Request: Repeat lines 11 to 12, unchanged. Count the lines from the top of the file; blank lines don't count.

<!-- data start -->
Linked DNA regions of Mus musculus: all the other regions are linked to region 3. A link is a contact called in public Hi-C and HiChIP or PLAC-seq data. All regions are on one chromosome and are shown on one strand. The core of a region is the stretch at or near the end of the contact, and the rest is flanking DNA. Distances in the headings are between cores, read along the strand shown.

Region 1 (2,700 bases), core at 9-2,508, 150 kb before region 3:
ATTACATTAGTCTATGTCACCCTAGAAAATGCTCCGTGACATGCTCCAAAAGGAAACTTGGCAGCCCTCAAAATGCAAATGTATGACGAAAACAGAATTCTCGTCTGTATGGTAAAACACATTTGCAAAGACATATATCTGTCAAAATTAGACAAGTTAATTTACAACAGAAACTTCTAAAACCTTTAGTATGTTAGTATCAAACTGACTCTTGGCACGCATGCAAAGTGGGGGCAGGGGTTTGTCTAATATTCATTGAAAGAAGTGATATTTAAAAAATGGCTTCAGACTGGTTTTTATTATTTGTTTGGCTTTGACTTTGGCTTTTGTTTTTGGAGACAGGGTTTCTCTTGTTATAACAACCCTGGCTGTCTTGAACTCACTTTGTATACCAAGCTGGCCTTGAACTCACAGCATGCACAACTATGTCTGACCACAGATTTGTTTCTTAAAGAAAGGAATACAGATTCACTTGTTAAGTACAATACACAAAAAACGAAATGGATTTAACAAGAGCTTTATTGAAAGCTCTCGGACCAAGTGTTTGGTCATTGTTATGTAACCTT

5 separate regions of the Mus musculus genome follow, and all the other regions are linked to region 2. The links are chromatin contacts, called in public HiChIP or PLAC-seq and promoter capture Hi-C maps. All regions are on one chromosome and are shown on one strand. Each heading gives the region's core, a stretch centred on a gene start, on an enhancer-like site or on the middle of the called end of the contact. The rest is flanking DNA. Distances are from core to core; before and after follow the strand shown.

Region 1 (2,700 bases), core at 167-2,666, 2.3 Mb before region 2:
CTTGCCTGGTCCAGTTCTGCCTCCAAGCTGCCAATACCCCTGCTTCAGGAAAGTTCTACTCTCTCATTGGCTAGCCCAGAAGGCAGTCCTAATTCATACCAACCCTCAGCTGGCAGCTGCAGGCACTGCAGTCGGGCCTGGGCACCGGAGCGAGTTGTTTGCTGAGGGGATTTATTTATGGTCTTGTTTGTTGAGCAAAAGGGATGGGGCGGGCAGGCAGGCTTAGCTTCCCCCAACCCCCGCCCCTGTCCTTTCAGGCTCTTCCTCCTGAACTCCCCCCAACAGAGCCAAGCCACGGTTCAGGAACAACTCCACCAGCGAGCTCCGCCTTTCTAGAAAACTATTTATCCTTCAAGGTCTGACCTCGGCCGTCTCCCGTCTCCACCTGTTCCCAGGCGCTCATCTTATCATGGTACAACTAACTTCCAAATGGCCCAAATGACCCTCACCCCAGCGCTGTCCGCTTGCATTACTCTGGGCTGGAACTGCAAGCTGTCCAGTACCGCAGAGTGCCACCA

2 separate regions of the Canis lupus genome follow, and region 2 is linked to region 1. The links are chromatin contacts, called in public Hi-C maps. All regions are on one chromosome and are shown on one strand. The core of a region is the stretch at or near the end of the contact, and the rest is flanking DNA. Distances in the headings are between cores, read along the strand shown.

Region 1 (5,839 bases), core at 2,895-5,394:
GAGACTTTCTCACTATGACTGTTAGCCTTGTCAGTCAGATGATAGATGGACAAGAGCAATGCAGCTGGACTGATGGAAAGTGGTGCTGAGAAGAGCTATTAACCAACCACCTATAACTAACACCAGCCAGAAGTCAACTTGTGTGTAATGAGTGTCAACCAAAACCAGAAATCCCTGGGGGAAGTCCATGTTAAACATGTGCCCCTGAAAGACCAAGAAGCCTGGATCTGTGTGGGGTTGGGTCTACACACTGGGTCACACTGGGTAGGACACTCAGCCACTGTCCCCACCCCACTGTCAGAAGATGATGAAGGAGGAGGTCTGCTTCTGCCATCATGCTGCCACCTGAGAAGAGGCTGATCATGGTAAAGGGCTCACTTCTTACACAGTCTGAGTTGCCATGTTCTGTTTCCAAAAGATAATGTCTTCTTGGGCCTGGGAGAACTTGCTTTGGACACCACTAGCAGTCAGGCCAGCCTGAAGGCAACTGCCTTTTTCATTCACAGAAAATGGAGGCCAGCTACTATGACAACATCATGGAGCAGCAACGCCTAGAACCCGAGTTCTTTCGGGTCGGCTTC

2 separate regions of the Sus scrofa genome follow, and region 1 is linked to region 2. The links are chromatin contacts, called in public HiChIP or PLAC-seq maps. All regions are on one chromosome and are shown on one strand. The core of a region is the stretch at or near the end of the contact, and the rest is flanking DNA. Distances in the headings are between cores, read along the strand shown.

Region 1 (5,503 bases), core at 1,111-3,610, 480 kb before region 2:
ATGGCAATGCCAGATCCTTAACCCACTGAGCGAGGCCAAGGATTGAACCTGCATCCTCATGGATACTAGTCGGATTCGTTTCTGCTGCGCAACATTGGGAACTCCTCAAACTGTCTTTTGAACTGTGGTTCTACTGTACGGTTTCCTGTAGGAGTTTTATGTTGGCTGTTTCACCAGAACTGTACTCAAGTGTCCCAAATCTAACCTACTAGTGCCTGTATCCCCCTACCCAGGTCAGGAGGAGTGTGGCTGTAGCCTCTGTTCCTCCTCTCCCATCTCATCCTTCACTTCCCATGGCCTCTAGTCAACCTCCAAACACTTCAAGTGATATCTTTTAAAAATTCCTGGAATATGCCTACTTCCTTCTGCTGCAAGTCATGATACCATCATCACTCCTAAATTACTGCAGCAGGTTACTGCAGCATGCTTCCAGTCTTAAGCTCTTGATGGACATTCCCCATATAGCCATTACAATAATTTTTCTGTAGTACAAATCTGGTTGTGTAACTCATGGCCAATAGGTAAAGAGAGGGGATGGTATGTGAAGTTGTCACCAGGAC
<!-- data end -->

Region 1 (5,503 bases), core at 1,111-3,610, 480 kb before region 2:
ATGGCAATGCCAGATCCTTAACCCACTGAGCGAGGCCAAGGATTGAACCTGCATCCTCATGGATACTAGTCGGATTCGTTTCTGCTGCGCAACATTGGGAACTCCTCAAACTGTCTTTTGAACTGTGGTTCTACTGTACGGTTTCCTGTAGGAGTTTTATGTTGGCTGTTTCACCAGAACTGTACTCAAGTGTCCCAAATCTAACCTACTAGTGCCTGTATCCCCCTACCCAGGTCAGGAGGAGTGTGGCTGTAGCCTCTGTTCCTCCTCTCCCATCTCATCCTTCACTTCCCATGGCCTCTAGTCAACCTCCAAACACTTCAAGTGATATCTTTTAAAAATTCCTGGAATATGCCTACTTCCTTCTGCTGCAAGTCATGATACCATCATCACTCCTAAATTACTGCAGCAGGTTACTGCAGCATGCTTCCAGTCTTAAGCTCTTGATGGACATTCCCCATATAGCCATTACAATAATTTTTCTGTAGTACAAATCTGGTTGTGTAACTCATGGCCAATAGGTAAAGAGAGGGGATGGTATGTGAAGTTGTCACCAGGAC